Assassin’s creed: Brotherhood Review
A quality of many great video games is there ability to make the player feel like a total bad-ass. Assassin’s creed II is one of these rare games that had the ability to make you feel like a bad-ass and therefore when the time to pick up the sequel came around just a year after its predecessor it was inevitable that I would pick up a copy.
The beginning of the games starts with Ezio right were he was at the end of the last game, deep inside the Vatican. A quick recap of the controls with your uncle Mario as you fight your way out get you back into the swing of things, before you head back to your villa. Here Ezio enjoys some flower arranging, some cannon practice and then the company of a lady friend. However just before Ezio gets to enjoy the fool extent of life as a retired assassin the villa you penny pinched for last game gets blown to itty bitty pieces and he loses all of his armor. This sets up a nice metroid style, you’ve lost all your stuff you ponce go and find it. Ezio rather miffed and several degrees more vulnerable by this point decides to go to Rome to fight back against the Borgia, the family that now run Rome and and love disturbing assassins during there quality time with their lady friends.
Once in Rome the game opens up into the usual stabbing all the dudes between you and and the main target, the head of the Borgia family, Cesare. To help Ezio avenge the destruction of his villa, he will now have the help of the entire Assassins guild, however you first have to build it up from scratch. This new mechanic works by finding civilians in the world that are being harassed by guards ,helping them, and then having them join you. Then with the help of messenger pigeons you send them on missions to get them trained up. The best bit of having the assassins guild is being able to call them at any time to help you out in battle. This is particularly effective when wanting to stay unnoticed by guards, you call your young padawans by whistling and having them fly out of the nearest window and kill all of the soldiers in the area. This is something that really adds to the feeling of being a bad-ass in the game. The ability to get rid of several guards at a whim is incredibly satisfying. The down side is that I became a little too good with them and found myself not using them so that I could get my hands dirty.
To replace the the hole in his heart after the loss of his villa Ezio decides to set himself a new renovation project, the whole of Rome!!! While traversing the the world you will be able to purchase shops that will boost your income that will allow you to buy new armor and weapons. However to buy these shops you have to burn a nearby Borgia tower that has locked the shops out. This works by killing the Borgia captain and then setting the top of the tower on fire. obviously only Borgia captains know how to put out fires. Also thoughout the world there are fast travel points, tunnel entrances, that can be renovated. These are necessary because unlike the first game you spend almost all of your time in Rome, and its big, really big. This I feel gives Brotherhood less character than 2. Rome feels too large and faceless apart from a few well know land marks, where as AC2 had several locations that felt varied and new.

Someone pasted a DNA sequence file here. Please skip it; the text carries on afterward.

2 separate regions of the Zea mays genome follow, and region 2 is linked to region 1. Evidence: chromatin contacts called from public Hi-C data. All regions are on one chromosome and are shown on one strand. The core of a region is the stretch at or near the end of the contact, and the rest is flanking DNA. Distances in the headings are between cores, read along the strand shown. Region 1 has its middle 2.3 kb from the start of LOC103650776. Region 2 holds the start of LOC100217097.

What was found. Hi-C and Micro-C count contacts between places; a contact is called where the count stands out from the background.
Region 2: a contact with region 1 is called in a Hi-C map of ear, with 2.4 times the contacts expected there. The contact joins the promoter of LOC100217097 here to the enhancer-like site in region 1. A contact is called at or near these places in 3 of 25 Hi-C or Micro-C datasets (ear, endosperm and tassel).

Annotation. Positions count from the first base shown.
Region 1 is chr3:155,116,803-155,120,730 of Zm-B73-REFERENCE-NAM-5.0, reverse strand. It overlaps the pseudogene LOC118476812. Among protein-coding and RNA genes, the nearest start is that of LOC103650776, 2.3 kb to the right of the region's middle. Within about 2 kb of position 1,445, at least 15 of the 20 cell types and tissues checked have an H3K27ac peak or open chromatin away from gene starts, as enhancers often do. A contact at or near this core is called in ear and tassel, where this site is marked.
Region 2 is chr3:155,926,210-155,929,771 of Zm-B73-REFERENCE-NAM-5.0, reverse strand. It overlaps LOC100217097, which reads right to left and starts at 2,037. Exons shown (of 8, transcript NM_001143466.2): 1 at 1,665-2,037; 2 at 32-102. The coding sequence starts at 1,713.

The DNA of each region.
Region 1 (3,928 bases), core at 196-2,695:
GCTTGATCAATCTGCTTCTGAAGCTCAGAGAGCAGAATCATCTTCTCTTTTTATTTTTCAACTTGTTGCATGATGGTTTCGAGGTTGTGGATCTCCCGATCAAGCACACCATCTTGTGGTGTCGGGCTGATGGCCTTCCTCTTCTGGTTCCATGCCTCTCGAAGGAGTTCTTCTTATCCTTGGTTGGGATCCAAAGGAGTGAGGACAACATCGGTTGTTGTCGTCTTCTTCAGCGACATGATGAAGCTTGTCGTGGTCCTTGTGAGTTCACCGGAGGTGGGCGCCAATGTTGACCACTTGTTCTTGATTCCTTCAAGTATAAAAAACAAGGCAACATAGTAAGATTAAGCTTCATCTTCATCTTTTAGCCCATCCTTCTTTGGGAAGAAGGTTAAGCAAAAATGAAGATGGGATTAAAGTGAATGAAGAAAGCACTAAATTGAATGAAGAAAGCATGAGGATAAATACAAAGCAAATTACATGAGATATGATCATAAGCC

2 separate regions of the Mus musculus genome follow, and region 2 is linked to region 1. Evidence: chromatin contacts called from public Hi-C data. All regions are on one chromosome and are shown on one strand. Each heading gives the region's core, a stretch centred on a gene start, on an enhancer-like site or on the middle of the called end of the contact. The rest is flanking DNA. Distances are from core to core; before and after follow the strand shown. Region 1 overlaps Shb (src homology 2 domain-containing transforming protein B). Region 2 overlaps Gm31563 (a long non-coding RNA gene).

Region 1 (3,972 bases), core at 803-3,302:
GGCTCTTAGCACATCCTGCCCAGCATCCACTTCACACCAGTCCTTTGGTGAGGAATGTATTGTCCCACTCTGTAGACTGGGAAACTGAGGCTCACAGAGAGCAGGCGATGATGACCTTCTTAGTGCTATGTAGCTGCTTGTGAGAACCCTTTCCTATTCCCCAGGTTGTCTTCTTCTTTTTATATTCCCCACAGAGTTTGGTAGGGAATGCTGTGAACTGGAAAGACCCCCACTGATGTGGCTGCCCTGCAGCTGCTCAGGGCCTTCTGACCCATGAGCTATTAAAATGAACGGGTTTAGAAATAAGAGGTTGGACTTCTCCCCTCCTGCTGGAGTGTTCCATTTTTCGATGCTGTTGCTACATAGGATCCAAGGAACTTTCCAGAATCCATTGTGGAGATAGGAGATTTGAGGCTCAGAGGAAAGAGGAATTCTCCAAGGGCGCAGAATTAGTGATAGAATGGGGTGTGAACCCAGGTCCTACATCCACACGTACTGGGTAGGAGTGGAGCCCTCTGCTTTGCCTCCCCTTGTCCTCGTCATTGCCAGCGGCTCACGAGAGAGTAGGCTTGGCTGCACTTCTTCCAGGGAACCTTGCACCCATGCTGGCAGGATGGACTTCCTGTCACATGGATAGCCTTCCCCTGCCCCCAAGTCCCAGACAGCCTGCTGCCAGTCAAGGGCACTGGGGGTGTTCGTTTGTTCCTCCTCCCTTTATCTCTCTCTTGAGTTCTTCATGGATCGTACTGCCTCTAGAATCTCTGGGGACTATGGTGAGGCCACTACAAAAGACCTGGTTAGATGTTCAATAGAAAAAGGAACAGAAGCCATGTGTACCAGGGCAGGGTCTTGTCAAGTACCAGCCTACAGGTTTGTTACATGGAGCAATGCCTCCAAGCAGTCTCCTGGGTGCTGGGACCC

Within Rome there are all of the side trappings of the second entry into the assassins creed franchise are here with a few new ones as an additional distraction from your main objective. Subjects 16’s devilish puzzles are still as frustrating even though there aren't as many this time round, and the Assassin's tombs return just under the name of the Followers of Romulus's treasure. The new side missions consist of courtesan missions and other faction missions that will have you performing a variety of tasks.
The biggest addition to Brotherhood is that of a multi-player component. The main mode is Wanted. The player is contacted to kill another player in whatever way you see fit, you can run on roof tops, you can sneak up from behind, or you can hide in hay bales and wait for him. The other side to this is that there might be some one hunting you, so therefore if your running on rooftops like a nun that's just had her head dress set on fire then your going to get noticed, so it becomes a game of trying to find your guy whilst not being noticed, and the better you do, the more players will be contracted to kill you. All of this adds up to a whole new kind of multi-player that is very intriguing. I am not sure if I will be playing it for as long as Halo Reach but it has peaked my interest and I am having a lot of fun with it, and isn’t that what matters.
Assassins Creed Brotherhood is an excellently put together game that takes its predecessor success and adds to it very successfully. The new assassins guild mechanic makes the player fell much more powerful, and there sheer amount of stuff to be doing in brotherhood means that you can spend hours on it and never complete a story mission. The simplicity of the cat and mouse multiplier is innovative enough that any one that has simply dismissed it hasn't given it a fair chance. Although initially thought of as a side project for the franchise, Brotherhood is a full fleshed out Assassins Creed game that is a requirement for any member of the creed.